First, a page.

The library actually isn’t that much thinner. If you cut away the 2 SNES games that only use the Superscope for a small amout of play-time (Lamborghini, The Hunt for Red October) and ignore Lemmings 2 (did anyone every played Lemmings with a light gun?) then you end with 9 “pure” Light Gun titles. The Genesis has 8 if you include the Sega CD games. That’s not that big of a difference.
I guess, since most of those games were made by american companies (Mad Dog McCree, Corpse Killer, Crime Patrol) the whole “OMG! Violent video games!”-Discussion that was huge in the US at the time prevented Light Gun games from becoming more then just a niche.
Also the technology for good light gun games just wasn’t there. It wasn’t until Virtua Cop and House of the Dead that this form of gaming really took off, imo.
“I guess, since most of those games were made by american companies (Mad Dog McCree, Corpse Killer, Crime Patrol) the whole “OMG! Violent video games!”-Discussion that was huge in the US at the time prevented Light Gun games from becoming more then just a niche.”
I’ll buy that. I remember Lethal Enforcers earning a 17 rating. No blood, no gore, just because you “shot” digital pictures of guys dressed as bank robbers.
I did love Lethal Enforcers though. Still, you’re right, most lightgun games at that point were trying to milk gameplay out of the FMV stone. Virtua Cop’s polygon engine finally let some dynamic action and creativity happen.
Oh, God, speaking of lightguns and technology, I was rooting through my old Tiger Electronics handhelds earlier and found an Independence Day handheld game with a tiny lightgun you had to aim at a microscopic LCD screen. The gun folded up and went in this little space that folded back so you could make the screen stand up. There was a Virtua Cop one too, and they were so shitty.
That’s friggin’ AMAZING.
Tiger did some solid work in their day, though — they had a good Submarine (with radar!) game, and their Double Dragon (fight infinite Abobos! Dodge stilactites! The last boss is not Abobo because look — extra line = HAIR!) thing really teased the limit of LCD-baked-int-the-screen technology.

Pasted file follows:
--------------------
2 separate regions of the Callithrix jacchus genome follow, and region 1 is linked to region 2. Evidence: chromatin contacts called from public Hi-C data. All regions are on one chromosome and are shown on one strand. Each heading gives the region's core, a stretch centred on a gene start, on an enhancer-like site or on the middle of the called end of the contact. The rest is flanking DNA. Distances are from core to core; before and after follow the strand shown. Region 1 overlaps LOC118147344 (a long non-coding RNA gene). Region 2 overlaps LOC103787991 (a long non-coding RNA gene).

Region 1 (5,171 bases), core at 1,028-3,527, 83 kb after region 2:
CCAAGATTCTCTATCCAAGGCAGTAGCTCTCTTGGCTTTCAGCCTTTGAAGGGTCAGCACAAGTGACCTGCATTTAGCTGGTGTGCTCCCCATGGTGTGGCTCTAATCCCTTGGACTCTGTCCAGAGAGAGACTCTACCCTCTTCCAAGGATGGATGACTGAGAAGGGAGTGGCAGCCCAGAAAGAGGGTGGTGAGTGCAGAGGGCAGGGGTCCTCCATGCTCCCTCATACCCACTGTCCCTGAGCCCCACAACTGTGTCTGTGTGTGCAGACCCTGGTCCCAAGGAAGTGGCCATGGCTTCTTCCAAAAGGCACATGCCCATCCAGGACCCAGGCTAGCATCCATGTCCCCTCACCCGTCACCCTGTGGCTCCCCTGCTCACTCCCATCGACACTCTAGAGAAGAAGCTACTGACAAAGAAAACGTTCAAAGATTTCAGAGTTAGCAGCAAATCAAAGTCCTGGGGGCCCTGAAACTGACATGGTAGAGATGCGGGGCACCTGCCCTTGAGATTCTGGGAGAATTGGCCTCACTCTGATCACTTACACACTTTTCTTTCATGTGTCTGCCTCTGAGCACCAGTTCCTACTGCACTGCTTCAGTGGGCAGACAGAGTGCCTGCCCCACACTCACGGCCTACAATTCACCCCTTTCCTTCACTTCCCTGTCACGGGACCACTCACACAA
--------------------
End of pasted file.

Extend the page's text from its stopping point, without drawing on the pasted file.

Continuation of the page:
I heard tell that “Yoshi’s Safari” was kind of fun, though; at least it seemed…different? Of course I grew up with the Zapper (“Freedom Force” FTW), but never got the Super Scope (and probably never will…I don’t want to pay for battery after battery).
I do however have about 3-4 different “controller-moves-the-crosshair” shooting gallery games for the SNES, and I think there’s a handful more out there (some of which are supposed to be pretty good — that Cowboy vs. Mechs one, Time Travelling Ninja, Tin Star, etc).
But here’s the thing that’s always stunned me about controller/crosshair shooters: why did no one think to code a “move the crosshair faster” button? Move the D-pad for normal fine-aiming control; hold the “X” button and move the D-pad to have the crosshairs fly along at 2 or 3 times normal speed, so you can scoot to the far side of the screen in a heartbeat, then let “X” go and you’re able to draw a bead on the enemy over there.
It seems like the most obvious move, akin to “hold B for Run” in Super Mario Bros, but to my knowledge, no 8-bit or 16-bit crosshair shooter implemented it